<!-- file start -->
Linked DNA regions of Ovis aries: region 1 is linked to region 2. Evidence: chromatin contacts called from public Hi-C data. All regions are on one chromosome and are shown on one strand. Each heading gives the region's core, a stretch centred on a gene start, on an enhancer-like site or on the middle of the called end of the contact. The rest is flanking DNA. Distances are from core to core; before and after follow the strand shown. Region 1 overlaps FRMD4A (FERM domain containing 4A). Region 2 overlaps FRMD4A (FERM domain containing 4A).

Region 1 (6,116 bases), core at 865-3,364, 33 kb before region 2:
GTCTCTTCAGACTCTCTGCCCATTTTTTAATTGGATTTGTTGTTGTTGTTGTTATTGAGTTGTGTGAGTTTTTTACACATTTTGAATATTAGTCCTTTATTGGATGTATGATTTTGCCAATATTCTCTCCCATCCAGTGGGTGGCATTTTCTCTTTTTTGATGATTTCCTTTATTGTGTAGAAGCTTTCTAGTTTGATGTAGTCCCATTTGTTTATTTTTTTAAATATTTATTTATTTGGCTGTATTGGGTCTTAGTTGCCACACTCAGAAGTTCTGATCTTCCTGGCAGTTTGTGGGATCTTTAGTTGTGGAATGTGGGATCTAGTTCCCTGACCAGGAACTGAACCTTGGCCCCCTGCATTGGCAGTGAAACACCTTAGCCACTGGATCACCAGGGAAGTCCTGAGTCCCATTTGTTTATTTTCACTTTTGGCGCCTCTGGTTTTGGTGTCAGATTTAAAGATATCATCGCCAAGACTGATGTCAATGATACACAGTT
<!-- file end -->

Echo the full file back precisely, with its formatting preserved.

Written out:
Linked DNA regions of Ovis aries: region 1 is linked to region 2. Evidence: chromatin contacts called from public Hi-C data. All regions are on one chromosome and are shown on one strand. Each heading gives the region's core, a stretch centred on a gene start, on an enhancer-like site or on the middle of the called end of the contact. The rest is flanking DNA. Distances are from core to core; before and after follow the strand shown. Region 1 overlaps FRMD4A (FERM domain containing 4A). Region 2 overlaps FRMD4A (FERM domain containing 4A).

Region 1 (6,116 bases), core at 865-3,364, 33 kb before region 2:
GTCTCTTCAGACTCTCTGCCCATTTTTTAATTGGATTTGTTGTTGTTGTTGTTATTGAGTTGTGTGAGTTTTTTACACATTTTGAATATTAGTCCTTTATTGGATGTATGATTTTGCCAATATTCTCTCCCATCCAGTGGGTGGCATTTTCTCTTTTTTGATGATTTCCTTTATTGTGTAGAAGCTTTCTAGTTTGATGTAGTCCCATTTGTTTATTTTTTTAAATATTTATTTATTTGGCTGTATTGGGTCTTAGTTGCCACACTCAGAAGTTCTGATCTTCCTGGCAGTTTGTGGGATCTTTAGTTGTGGAATGTGGGATCTAGTTCCCTGACCAGGAACTGAACCTTGGCCCCCTGCATTGGCAGTGAAACACCTTAGCCACTGGATCACCAGGGAAGTCCTGAGTCCCATTTGTTTATTTTCACTTTTGGCGCCTCTGGTTTTGGTGTCAGATTTAAAGATATCATCGCCAAGACTGATGTCAATGATACACAGTT